The roster for Reykjavík Pride is full of engaging and thought-provoking events. From stand up shows by gay comedians to queer choir concerts to lectures on masculinity, the programme is designed to push the envelope and fascinate both newbies to queer culture and experienced veterans.
One of the most interesting offerings of this year’s festival is a walking tour of Reykjavík focusing on the history of an oft-unexplored topic—Icelandic queer literature.
The tour is hosted by Ásta Kristín Benediktsdóttir, a literary scholar with an MA degree in Icelandic modern literature. She was first drawn to queer theory and queer Icelandic literature when selecting a subject for her PhD research.
“The topic came to me automatically, I guess, because I came out as a lesbian a few years before that and became very invested and interested in LGBTIQ+ culture and activism,” she says. “One of the things that hit me, when I started thinking about queer literature in Iceland, was how little research had been done and how few books I had read in Icelandic on the topic.”
The importance of the subject quickly became apparent to Ásta. “This is a part of our history and culture that has not really, with some very important exceptions, been documented or studied thoroughly,” she says.
What is queer?
Trying to distill the history of Icelandic queer literature into an article—or a walking tour—is impossible, of course. Even defining what exactly queer literature is can be problematic. Some scholars in the subject study specific queer works, while others look for nuggets of queer representation in non-explicitly queer texts. The Icelandic literature canon, meanwhile, is most prominently defined by the sagas. Is there queerness in them?
“If we understand ‘queer’ as lives or behaviour that is somehow against the norm at any given time, then yes, of course, the sagas are full of people who are different,” Ásta says. “The sagas are not stories about homosexuality, per se, but there are texts, like ‘Fóstbræðra saga,’ that focus on close and intimate male friendships.” She describes how many other sagas deal with a trait called ‘ergi,’ which refers to effeminacy or the desire to be penetrated by other men.
For Ásta though, her focus is primarily on works that, as she says, “deal with or represent, overtly or covertly, sexuality, gender expression, gender identity, et cetera, which does not conform with the norm.” She emphasises that the idea of the ‘norm’ must be considered within its respective cultural context.
Some of the earliest formative works of Icelandic queer literature were written by Elías Mar in the 1940s. “Elías was queer himself and expressed queer feelings and experiences in his books in times when Icelanders were still figuring out what homosexuality was and starting to condemn it harshly,” Ásta says. Unfortunately, none of his works have been translated into English yet.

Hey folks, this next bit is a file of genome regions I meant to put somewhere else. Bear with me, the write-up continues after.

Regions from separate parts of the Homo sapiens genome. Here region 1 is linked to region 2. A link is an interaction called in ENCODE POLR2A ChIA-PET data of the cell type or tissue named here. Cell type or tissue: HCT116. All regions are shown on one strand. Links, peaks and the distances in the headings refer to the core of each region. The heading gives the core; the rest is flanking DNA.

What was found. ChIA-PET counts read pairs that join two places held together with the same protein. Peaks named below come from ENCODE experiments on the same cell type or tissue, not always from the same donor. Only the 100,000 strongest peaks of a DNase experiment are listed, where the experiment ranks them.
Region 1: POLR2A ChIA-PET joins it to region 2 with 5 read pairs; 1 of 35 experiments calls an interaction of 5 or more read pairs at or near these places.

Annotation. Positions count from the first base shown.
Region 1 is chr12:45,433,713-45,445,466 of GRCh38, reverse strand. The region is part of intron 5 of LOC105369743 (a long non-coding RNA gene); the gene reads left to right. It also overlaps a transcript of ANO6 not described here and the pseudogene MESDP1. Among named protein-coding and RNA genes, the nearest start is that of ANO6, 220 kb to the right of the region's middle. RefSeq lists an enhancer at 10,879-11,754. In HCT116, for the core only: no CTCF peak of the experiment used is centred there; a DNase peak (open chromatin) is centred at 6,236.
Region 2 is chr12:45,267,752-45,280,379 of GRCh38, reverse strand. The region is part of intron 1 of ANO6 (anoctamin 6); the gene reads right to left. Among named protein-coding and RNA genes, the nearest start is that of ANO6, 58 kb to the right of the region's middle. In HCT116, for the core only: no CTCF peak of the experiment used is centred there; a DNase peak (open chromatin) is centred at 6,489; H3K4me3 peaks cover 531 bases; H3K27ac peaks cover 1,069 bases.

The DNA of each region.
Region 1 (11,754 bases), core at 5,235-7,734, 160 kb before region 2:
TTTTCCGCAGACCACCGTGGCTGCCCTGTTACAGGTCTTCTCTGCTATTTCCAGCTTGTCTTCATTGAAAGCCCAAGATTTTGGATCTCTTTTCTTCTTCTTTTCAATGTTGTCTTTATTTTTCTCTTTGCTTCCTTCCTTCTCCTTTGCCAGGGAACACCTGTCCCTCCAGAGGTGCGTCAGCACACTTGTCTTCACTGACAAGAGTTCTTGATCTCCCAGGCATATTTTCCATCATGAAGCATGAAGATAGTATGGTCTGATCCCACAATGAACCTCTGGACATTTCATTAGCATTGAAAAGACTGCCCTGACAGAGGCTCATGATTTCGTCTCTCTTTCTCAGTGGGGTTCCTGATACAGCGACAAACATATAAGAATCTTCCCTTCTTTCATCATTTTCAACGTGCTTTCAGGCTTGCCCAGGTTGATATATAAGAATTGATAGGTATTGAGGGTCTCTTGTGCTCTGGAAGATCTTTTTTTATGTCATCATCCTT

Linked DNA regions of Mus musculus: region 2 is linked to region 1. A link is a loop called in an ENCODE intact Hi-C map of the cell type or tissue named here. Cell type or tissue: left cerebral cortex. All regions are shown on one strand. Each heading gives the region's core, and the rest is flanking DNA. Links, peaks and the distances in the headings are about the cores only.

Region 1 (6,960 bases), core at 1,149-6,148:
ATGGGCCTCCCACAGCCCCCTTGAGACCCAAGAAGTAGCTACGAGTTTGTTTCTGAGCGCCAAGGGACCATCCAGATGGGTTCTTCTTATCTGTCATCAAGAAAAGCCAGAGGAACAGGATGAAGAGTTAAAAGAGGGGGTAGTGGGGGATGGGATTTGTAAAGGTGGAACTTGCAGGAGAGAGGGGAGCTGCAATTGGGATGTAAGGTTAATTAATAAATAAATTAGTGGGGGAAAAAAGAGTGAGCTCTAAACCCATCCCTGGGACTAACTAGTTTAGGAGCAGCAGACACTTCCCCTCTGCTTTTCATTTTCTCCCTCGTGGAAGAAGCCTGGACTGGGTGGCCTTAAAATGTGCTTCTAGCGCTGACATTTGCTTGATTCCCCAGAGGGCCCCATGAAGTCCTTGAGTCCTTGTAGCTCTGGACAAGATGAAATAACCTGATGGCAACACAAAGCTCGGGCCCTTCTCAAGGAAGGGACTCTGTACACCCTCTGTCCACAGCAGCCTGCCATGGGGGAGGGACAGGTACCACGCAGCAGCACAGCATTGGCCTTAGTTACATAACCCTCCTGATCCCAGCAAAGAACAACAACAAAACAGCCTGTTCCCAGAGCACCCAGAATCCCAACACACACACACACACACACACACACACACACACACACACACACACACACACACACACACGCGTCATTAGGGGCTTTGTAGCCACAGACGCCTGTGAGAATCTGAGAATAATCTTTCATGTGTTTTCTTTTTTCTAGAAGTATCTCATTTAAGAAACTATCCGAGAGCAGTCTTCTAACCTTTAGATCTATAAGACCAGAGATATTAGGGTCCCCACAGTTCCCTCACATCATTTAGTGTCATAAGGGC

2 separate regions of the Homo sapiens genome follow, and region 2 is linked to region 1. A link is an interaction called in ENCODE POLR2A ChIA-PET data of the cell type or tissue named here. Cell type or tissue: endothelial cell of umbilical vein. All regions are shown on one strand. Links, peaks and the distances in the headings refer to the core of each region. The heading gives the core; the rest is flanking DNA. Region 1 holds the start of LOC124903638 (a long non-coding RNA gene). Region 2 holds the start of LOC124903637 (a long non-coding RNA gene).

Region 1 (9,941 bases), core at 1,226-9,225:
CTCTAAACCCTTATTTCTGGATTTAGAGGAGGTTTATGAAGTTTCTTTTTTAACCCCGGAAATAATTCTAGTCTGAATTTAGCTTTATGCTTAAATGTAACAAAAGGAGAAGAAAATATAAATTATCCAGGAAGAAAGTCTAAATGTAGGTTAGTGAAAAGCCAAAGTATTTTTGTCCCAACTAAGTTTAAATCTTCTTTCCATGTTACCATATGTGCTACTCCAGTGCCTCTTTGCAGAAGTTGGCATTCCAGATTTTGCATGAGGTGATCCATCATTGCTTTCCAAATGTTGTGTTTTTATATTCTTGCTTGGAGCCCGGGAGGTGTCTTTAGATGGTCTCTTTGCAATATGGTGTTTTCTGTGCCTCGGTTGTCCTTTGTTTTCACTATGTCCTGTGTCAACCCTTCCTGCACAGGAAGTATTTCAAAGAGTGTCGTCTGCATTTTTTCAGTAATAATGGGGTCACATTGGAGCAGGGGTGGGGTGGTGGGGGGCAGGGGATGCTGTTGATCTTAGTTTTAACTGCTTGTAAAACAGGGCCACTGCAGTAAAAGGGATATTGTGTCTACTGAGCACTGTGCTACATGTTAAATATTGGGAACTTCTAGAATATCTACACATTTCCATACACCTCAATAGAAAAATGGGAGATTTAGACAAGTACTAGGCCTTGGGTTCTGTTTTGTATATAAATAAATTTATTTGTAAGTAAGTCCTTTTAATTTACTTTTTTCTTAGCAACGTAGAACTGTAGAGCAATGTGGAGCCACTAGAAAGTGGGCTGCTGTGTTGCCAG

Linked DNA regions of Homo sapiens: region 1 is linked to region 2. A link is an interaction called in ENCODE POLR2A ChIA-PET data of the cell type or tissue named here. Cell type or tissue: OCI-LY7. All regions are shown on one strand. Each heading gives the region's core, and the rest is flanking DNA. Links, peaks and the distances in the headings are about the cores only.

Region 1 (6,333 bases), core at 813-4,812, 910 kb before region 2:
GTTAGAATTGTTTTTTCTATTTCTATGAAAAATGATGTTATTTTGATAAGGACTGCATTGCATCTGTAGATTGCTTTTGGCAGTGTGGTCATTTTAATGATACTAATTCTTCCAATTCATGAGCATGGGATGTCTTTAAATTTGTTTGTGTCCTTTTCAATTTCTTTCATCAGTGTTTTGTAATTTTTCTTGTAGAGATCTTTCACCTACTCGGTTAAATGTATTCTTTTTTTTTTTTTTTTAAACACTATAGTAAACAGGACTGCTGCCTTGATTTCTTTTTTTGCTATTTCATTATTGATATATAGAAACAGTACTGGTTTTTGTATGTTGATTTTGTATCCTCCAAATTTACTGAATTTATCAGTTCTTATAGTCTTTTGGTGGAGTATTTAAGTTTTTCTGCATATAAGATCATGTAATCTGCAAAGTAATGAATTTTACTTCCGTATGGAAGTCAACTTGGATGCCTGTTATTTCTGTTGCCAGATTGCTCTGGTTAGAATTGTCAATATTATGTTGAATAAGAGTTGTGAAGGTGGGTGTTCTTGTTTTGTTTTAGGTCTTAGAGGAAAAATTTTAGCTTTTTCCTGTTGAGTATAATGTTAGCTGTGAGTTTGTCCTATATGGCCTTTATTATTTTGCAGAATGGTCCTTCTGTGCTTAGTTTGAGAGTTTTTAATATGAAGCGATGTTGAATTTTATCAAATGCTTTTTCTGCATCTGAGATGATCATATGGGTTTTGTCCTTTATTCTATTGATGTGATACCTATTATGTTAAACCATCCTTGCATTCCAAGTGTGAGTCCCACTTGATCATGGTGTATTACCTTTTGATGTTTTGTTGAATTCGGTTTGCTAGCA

From then on, books like ‘Sú kvalda ást sem hugarfylgsnin geyma’ (‘Tormented Love’) by Guðbergur Bergsson, ‘Z — Ástarsaga’ (‘Z – Love Story’) by Vigdís Grímsdóttir, and ‘Þriðja ástin’ (‘Third Love’) by Nína Björk Árnadóttir continued Elías’s legacy. Kristín Ómarsdóttir is another important pillar. Many of these books have been translated into English and can be found at the Reykjavík City Library.
While Iceland might have a reputation of being socially progressive, Ásta says this has not always been the case, but that the changes in the societal value of LGBTIQ+ lives in the last 20-30 years have been mirrored in Icelandic literature. “There are definitely more queer characters in books now, especially gay characters,” she says. “They often appear in the background and play rather small roles.” There are notable exceptions, she emphasises, such as Lilja Sigurðardóttir’s crime trilogy, which has lesbian protagonists.
Expect the unexpected
Ásta’s current recommendation for those wanting to enter the discourse is ‘Mánasteinn’ (‘Moonstone’) by Sjón. “It’s a wonderfully queer, playful and radical novel in so many ways. It challenges ideas about Icelandic national identity and nationalism and our ideas about the past, and the protagonist, Máni, just does not give a shit about what other people think of him,” Ásta says. “Also his story ends well, which is a nice change when it comes to novels about queer characters, especially in the past.”
Ásta stays mum about any specific locations or topics she’ll explore on her walking tour. “I will not say anything about the content beforehand,” she says. “Other than that it will be fun.”
Info: The tour is on August 8th at 19:00. It starts at the Reykjavík City Library and takes approximately one hour. Admission is free!
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